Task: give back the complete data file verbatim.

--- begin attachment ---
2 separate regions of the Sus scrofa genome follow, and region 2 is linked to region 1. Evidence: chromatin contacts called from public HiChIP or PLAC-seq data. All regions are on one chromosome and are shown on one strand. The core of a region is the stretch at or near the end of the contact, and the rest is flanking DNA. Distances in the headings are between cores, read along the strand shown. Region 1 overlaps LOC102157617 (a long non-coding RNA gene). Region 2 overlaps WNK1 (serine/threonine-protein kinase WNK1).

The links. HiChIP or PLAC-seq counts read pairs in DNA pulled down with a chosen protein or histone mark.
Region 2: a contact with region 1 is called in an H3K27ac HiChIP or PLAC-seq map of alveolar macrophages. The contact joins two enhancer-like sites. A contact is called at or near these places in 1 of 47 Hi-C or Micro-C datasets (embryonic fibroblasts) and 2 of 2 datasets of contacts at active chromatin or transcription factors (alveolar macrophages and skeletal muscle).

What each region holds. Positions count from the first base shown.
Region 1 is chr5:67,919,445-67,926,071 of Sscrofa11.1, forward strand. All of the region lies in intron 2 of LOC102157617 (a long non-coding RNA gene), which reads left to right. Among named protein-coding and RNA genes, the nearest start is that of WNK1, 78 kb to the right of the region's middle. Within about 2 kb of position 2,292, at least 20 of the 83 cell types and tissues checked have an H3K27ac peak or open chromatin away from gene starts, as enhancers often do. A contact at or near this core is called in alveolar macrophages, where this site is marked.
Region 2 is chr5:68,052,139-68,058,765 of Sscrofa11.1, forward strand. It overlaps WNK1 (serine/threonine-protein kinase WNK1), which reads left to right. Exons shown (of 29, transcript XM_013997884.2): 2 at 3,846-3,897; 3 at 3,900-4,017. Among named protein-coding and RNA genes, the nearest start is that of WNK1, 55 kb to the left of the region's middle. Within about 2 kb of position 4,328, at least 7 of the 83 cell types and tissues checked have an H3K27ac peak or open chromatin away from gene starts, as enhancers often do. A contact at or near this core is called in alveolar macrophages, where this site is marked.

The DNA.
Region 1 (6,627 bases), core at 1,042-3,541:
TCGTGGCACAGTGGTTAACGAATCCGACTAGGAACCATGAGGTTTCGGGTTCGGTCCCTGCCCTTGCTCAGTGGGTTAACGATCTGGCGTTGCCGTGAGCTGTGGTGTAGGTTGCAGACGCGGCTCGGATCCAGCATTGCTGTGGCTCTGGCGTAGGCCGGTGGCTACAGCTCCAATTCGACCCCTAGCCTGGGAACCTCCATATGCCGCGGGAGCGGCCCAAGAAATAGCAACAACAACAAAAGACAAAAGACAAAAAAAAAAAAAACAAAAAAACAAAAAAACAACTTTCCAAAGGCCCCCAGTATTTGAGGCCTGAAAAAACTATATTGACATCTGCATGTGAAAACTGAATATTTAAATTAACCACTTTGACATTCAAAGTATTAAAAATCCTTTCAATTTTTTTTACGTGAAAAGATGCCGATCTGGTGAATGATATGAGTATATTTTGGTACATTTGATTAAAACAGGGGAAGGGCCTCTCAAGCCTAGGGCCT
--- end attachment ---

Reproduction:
2 separate regions of the Sus scrofa genome follow, and region 2 is linked to region 1. Evidence: chromatin contacts called from public HiChIP or PLAC-seq data. All regions are on one chromosome and are shown on one strand. The core of a region is the stretch at or near the end of the contact, and the rest is flanking DNA. Distances in the headings are between cores, read along the strand shown. Region 1 overlaps LOC102157617 (a long non-coding RNA gene). Region 2 overlaps WNK1 (serine/threonine-protein kinase WNK1).

The links. HiChIP or PLAC-seq counts read pairs in DNA pulled down with a chosen protein or histone mark.
Region 2: a contact with region 1 is called in an H3K27ac HiChIP or PLAC-seq map of alveolar macrophages. The contact joins two enhancer-like sites. A contact is called at or near these places in 1 of 47 Hi-C or Micro-C datasets (embryonic fibroblasts) and 2 of 2 datasets of contacts at active chromatin or transcription factors (alveolar macrophages and skeletal muscle).

What each region holds. Positions count from the first base shown.
Region 1 is chr5:67,919,445-67,926,071 of Sscrofa11.1, forward strand. All of the region lies in intron 2 of LOC102157617 (a long non-coding RNA gene), which reads left to right. Among named protein-coding and RNA genes, the nearest start is that of WNK1, 78 kb to the right of the region's middle. Within about 2 kb of position 2,292, at least 20 of the 83 cell types and tissues checked have an H3K27ac peak or open chromatin away from gene starts, as enhancers often do. A contact at or near this core is called in alveolar macrophages, where this site is marked.
Region 2 is chr5:68,052,139-68,058,765 of Sscrofa11.1, forward strand. It overlaps WNK1 (serine/threonine-protein kinase WNK1), which reads left to right. Exons shown (of 29, transcript XM_013997884.2): 2 at 3,846-3,897; 3 at 3,900-4,017. Among named protein-coding and RNA genes, the nearest start is that of WNK1, 55 kb to the left of the region's middle. Within about 2 kb of position 4,328, at least 7 of the 83 cell types and tissues checked have an H3K27ac peak or open chromatin away from gene starts, as enhancers often do. A contact at or near this core is called in alveolar macrophages, where this site is marked.

The DNA.
Region 1 (6,627 bases), core at 1,042-3,541:
TCGTGGCACAGTGGTTAACGAATCCGACTAGGAACCATGAGGTTTCGGGTTCGGTCCCTGCCCTTGCTCAGTGGGTTAACGATCTGGCGTTGCCGTGAGCTGTGGTGTAGGTTGCAGACGCGGCTCGGATCCAGCATTGCTGTGGCTCTGGCGTAGGCCGGTGGCTACAGCTCCAATTCGACCCCTAGCCTGGGAACCTCCATATGCCGCGGGAGCGGCCCAAGAAATAGCAACAACAACAAAAGACAAAAGACAAAAAAAAAAAAAACAAAAAAACAAAAAAACAACTTTCCAAAGGCCCCCAGTATTTGAGGCCTGAAAAAACTATATTGACATCTGCATGTGAAAACTGAATATTTAAATTAACCACTTTGACATTCAAAGTATTAAAAATCCTTTCAATTTTTTTTACGTGAAAAGATGCCGATCTGGTGAATGATATGAGTATATTTTGGTACATTTGATTAAAACAGGGGAAGGGCCTCTCAAGCCTAGGGCCT